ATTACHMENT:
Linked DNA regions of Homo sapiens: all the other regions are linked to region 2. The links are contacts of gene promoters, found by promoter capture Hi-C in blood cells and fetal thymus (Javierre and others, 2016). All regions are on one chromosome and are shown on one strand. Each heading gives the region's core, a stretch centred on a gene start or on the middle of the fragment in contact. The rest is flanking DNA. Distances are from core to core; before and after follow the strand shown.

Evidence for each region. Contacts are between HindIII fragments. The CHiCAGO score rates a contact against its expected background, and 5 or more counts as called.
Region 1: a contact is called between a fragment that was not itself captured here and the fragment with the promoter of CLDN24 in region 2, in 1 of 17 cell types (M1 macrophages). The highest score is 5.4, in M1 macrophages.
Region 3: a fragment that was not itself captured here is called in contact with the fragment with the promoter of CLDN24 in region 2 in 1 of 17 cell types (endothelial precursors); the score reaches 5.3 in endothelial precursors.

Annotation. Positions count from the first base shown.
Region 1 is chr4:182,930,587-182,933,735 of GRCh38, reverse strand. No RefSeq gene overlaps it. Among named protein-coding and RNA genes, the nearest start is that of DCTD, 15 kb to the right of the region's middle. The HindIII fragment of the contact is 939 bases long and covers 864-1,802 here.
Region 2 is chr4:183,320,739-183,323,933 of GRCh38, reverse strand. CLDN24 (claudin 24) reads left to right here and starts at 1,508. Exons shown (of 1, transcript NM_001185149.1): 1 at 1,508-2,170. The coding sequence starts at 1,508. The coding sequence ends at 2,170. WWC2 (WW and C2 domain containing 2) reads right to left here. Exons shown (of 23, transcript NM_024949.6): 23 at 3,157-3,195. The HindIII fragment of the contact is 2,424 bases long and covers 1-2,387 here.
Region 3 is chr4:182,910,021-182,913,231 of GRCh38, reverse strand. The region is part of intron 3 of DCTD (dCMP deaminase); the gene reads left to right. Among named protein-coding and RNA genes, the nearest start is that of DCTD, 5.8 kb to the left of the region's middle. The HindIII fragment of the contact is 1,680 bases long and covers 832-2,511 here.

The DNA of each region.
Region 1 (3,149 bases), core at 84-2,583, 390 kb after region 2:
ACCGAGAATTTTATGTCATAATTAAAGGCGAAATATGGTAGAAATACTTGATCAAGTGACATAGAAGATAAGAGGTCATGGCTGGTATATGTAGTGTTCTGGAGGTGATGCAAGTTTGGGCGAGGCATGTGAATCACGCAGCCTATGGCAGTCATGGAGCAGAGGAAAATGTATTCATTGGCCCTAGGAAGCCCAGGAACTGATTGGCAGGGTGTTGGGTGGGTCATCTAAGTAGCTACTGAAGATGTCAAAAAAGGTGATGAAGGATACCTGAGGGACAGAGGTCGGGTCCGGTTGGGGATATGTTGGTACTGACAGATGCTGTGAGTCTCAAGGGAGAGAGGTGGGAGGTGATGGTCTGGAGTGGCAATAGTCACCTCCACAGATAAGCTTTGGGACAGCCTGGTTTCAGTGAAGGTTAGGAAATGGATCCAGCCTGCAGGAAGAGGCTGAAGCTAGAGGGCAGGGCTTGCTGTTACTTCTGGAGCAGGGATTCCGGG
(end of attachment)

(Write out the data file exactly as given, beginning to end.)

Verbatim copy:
Linked DNA regions of Homo sapiens: all the other regions are linked to region 2. The links are contacts of gene promoters, found by promoter capture Hi-C in blood cells and fetal thymus (Javierre and others, 2016). All regions are on one chromosome and are shown on one strand. Each heading gives the region's core, a stretch centred on a gene start or on the middle of the fragment in contact. The rest is flanking DNA. Distances are from core to core; before and after follow the strand shown.

Evidence for each region. Contacts are between HindIII fragments. The CHiCAGO score rates a contact against its expected background, and 5 or more counts as called.
Region 1: a contact is called between a fragment that was not itself captured here and the fragment with the promoter of CLDN24 in region 2, in 1 of 17 cell types (M1 macrophages). The highest score is 5.4, in M1 macrophages.
Region 3: a fragment that was not itself captured here is called in contact with the fragment with the promoter of CLDN24 in region 2 in 1 of 17 cell types (endothelial precursors); the score reaches 5.3 in endothelial precursors.

Annotation. Positions count from the first base shown.
Region 1 is chr4:182,930,587-182,933,735 of GRCh38, reverse strand. No RefSeq gene overlaps it. Among named protein-coding and RNA genes, the nearest start is that of DCTD, 15 kb to the right of the region's middle. The HindIII fragment of the contact is 939 bases long and covers 864-1,802 here.
Region 2 is chr4:183,320,739-183,323,933 of GRCh38, reverse strand. CLDN24 (claudin 24) reads left to right here and starts at 1,508. Exons shown (of 1, transcript NM_001185149.1): 1 at 1,508-2,170. The coding sequence starts at 1,508. The coding sequence ends at 2,170. WWC2 (WW and C2 domain containing 2) reads right to left here. Exons shown (of 23, transcript NM_024949.6): 23 at 3,157-3,195. The HindIII fragment of the contact is 2,424 bases long and covers 1-2,387 here.
Region 3 is chr4:182,910,021-182,913,231 of GRCh38, reverse strand. The region is part of intron 3 of DCTD (dCMP deaminase); the gene reads left to right. Among named protein-coding and RNA genes, the nearest start is that of DCTD, 5.8 kb to the left of the region's middle. The HindIII fragment of the contact is 1,680 bases long and covers 832-2,511 here.

The DNA of each region.
Region 1 (3,149 bases), core at 84-2,583, 390 kb after region 2:
ACCGAGAATTTTATGTCATAATTAAAGGCGAAATATGGTAGAAATACTTGATCAAGTGACATAGAAGATAAGAGGTCATGGCTGGTATATGTAGTGTTCTGGAGGTGATGCAAGTTTGGGCGAGGCATGTGAATCACGCAGCCTATGGCAGTCATGGAGCAGAGGAAAATGTATTCATTGGCCCTAGGAAGCCCAGGAACTGATTGGCAGGGTGTTGGGTGGGTCATCTAAGTAGCTACTGAAGATGTCAAAAAAGGTGATGAAGGATACCTGAGGGACAGAGGTCGGGTCCGGTTGGGGATATGTTGGTACTGACAGATGCTGTGAGTCTCAAGGGAGAGAGGTGGGAGGTGATGGTCTGGAGTGGCAATAGTCACCTCCACAGATAAGCTTTGGGACAGCCTGGTTTCAGTGAAGGTTAGGAAATGGATCCAGCCTGCAGGAAGAGGCTGAAGCTAGAGGGCAGGGCTTGCTGTTACTTCTGGAGCAGGGATTCCGGG